Arkansas wasn’t on Agim’s mind when he began the recruiting process, having grown up on the Texas side of the Texarkana border and fought his share of battles with his neighbors to the east. However, his outgoing personality matched that of coach Bret Bielema — to the point where Agim felt comfortable sharing the story of his eighth-grade arrest, and pride in what he had overcome, before committing to the Razorbacks. During one visit, Agim took Bielema to the empty home of his grandmother, 30 minutes away.

“I think he probably had to be mature in the adult world way before it’s normal,” Bielema said. “He had to experience and see some things in the world that matured him in the way that you see him today.”

Bielema requires his players to do a minimum of two hours of community service per semester.

For Agim, it was an easy decision where to spend his time last year. He went back to Texarkana and shared his story with a group of approximately 20 teenagers in a detention center.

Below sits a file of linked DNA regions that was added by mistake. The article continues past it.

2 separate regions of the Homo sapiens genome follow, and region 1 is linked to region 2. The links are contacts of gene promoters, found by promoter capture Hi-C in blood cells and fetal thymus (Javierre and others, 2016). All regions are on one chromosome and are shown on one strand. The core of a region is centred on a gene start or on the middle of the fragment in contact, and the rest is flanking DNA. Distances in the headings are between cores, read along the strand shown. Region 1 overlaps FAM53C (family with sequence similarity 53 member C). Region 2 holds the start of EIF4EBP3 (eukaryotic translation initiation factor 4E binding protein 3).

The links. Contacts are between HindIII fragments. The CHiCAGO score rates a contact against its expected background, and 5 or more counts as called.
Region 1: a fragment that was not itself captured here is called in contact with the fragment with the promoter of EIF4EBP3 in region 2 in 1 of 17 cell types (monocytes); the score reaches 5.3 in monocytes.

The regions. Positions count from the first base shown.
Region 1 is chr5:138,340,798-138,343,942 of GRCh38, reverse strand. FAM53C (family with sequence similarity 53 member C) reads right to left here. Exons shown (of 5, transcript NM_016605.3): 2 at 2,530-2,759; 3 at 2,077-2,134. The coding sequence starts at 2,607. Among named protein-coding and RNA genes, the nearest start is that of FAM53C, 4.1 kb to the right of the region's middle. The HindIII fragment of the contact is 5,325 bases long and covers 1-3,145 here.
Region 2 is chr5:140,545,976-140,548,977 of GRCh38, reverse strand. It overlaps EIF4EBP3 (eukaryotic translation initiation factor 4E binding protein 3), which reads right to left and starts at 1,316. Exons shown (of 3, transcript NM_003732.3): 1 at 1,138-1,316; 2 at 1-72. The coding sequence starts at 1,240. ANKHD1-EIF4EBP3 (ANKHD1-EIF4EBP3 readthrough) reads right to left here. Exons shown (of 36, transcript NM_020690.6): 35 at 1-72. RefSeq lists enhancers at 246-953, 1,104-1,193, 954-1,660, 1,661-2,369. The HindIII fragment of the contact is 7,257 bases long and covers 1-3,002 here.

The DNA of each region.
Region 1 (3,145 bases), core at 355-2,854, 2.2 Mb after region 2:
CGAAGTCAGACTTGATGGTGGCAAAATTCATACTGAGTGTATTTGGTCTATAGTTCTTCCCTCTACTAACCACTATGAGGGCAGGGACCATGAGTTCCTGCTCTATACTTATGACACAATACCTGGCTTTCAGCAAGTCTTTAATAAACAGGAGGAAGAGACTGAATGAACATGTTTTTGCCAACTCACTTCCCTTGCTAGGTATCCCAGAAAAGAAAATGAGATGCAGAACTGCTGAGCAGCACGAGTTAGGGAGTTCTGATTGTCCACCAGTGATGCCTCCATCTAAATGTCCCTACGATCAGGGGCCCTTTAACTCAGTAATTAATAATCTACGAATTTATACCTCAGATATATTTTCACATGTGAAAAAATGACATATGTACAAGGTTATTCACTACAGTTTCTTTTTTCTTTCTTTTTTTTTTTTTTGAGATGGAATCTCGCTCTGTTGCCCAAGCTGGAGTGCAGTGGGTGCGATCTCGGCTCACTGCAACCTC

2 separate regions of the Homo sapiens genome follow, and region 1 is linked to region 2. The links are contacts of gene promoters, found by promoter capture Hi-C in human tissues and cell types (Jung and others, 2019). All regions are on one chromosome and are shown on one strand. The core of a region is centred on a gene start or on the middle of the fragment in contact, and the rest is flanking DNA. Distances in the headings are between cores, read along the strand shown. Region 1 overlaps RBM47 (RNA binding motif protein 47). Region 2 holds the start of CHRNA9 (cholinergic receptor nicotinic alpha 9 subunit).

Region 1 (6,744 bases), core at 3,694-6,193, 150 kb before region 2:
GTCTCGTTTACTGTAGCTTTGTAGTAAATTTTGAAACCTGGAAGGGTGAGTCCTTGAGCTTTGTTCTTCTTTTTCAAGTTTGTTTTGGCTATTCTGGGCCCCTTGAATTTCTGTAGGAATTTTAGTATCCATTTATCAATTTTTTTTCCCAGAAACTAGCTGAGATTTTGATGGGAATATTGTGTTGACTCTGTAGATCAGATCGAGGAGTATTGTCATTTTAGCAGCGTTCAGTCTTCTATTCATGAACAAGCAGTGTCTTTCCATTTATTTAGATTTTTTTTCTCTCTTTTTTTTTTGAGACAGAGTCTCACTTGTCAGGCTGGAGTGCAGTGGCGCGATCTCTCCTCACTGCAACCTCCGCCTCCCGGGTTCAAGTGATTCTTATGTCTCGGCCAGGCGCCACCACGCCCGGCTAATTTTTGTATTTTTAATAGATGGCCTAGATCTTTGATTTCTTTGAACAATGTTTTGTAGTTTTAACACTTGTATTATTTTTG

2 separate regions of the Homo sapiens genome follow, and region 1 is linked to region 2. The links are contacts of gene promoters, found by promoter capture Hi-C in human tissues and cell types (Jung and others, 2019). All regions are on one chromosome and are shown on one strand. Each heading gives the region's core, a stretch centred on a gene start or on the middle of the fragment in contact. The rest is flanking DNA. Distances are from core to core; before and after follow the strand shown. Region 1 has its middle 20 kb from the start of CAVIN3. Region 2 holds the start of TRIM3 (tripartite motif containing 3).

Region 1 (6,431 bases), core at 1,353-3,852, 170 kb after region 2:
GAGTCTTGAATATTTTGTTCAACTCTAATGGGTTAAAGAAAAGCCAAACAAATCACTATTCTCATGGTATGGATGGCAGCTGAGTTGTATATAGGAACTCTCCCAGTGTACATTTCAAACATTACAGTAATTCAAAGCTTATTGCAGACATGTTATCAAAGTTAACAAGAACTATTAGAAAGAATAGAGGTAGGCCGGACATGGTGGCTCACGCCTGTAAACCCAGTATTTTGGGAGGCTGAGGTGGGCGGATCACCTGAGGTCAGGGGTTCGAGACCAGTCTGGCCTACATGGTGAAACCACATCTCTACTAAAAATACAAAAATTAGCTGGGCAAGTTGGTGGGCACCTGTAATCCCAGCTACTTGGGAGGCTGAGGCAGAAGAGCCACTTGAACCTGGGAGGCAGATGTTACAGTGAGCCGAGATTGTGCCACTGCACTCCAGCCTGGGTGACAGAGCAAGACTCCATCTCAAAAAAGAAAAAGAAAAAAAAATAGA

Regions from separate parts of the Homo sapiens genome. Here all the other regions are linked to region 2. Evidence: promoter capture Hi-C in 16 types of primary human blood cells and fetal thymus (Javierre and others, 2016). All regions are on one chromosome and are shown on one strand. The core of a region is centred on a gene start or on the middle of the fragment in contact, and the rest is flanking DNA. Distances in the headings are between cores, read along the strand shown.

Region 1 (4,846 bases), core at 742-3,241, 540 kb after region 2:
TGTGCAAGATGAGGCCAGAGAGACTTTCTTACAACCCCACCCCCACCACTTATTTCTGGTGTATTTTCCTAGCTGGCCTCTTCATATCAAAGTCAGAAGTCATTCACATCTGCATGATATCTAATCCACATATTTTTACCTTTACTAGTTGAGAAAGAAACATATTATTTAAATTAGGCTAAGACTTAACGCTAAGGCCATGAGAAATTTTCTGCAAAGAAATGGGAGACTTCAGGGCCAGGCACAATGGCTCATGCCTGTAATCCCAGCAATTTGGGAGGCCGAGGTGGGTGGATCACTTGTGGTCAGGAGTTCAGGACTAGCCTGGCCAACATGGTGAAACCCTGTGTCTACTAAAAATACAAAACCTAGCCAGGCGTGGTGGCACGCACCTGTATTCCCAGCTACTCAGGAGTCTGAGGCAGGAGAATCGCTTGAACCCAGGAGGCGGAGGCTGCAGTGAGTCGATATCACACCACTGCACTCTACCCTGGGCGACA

“Somebody in the juvenile center right now is locked up and probably thinking, ‘I’ve got no way out,'” Agim said. “If by talking I can help somebody else who is feeling the same pain I was, I’ll do it every time.”

Agim started the final five games for the Razorbacks last season as a true freshman. Now 6-3 and 286 pounds, many expect him to use his quickness and power to approach an all-SEC level this season.

“It’s on him to be as good as he wants to be,” defensive line coach John Scott Jr. said. “I think people will be surprised when they see some of the things he’s able to do.”

Agim has his grandmother’s name and face tattooed on his right forearm, and rarely a day goes by when he doesn’t either think or talk about the impact she had on his life. He misses her, but he’s found a way to channel that sorrow.

After enrolling at Arkansas during the spring of his senior year in high school, Agim is on track to graduate by the fall of his junior year — just in time to be finished with school in case he does decide to leave for the NFL.

His grades are good.

His life is great.

All according to the five-year plan he came up with following that weekend behind bars.

Exactly how his grandmother would have told him to live life.

“How she raised me when she was here, I feel like she made me the person I am today,” Agim said. “I think she’d be proud, most definitely, about who I am as a person.”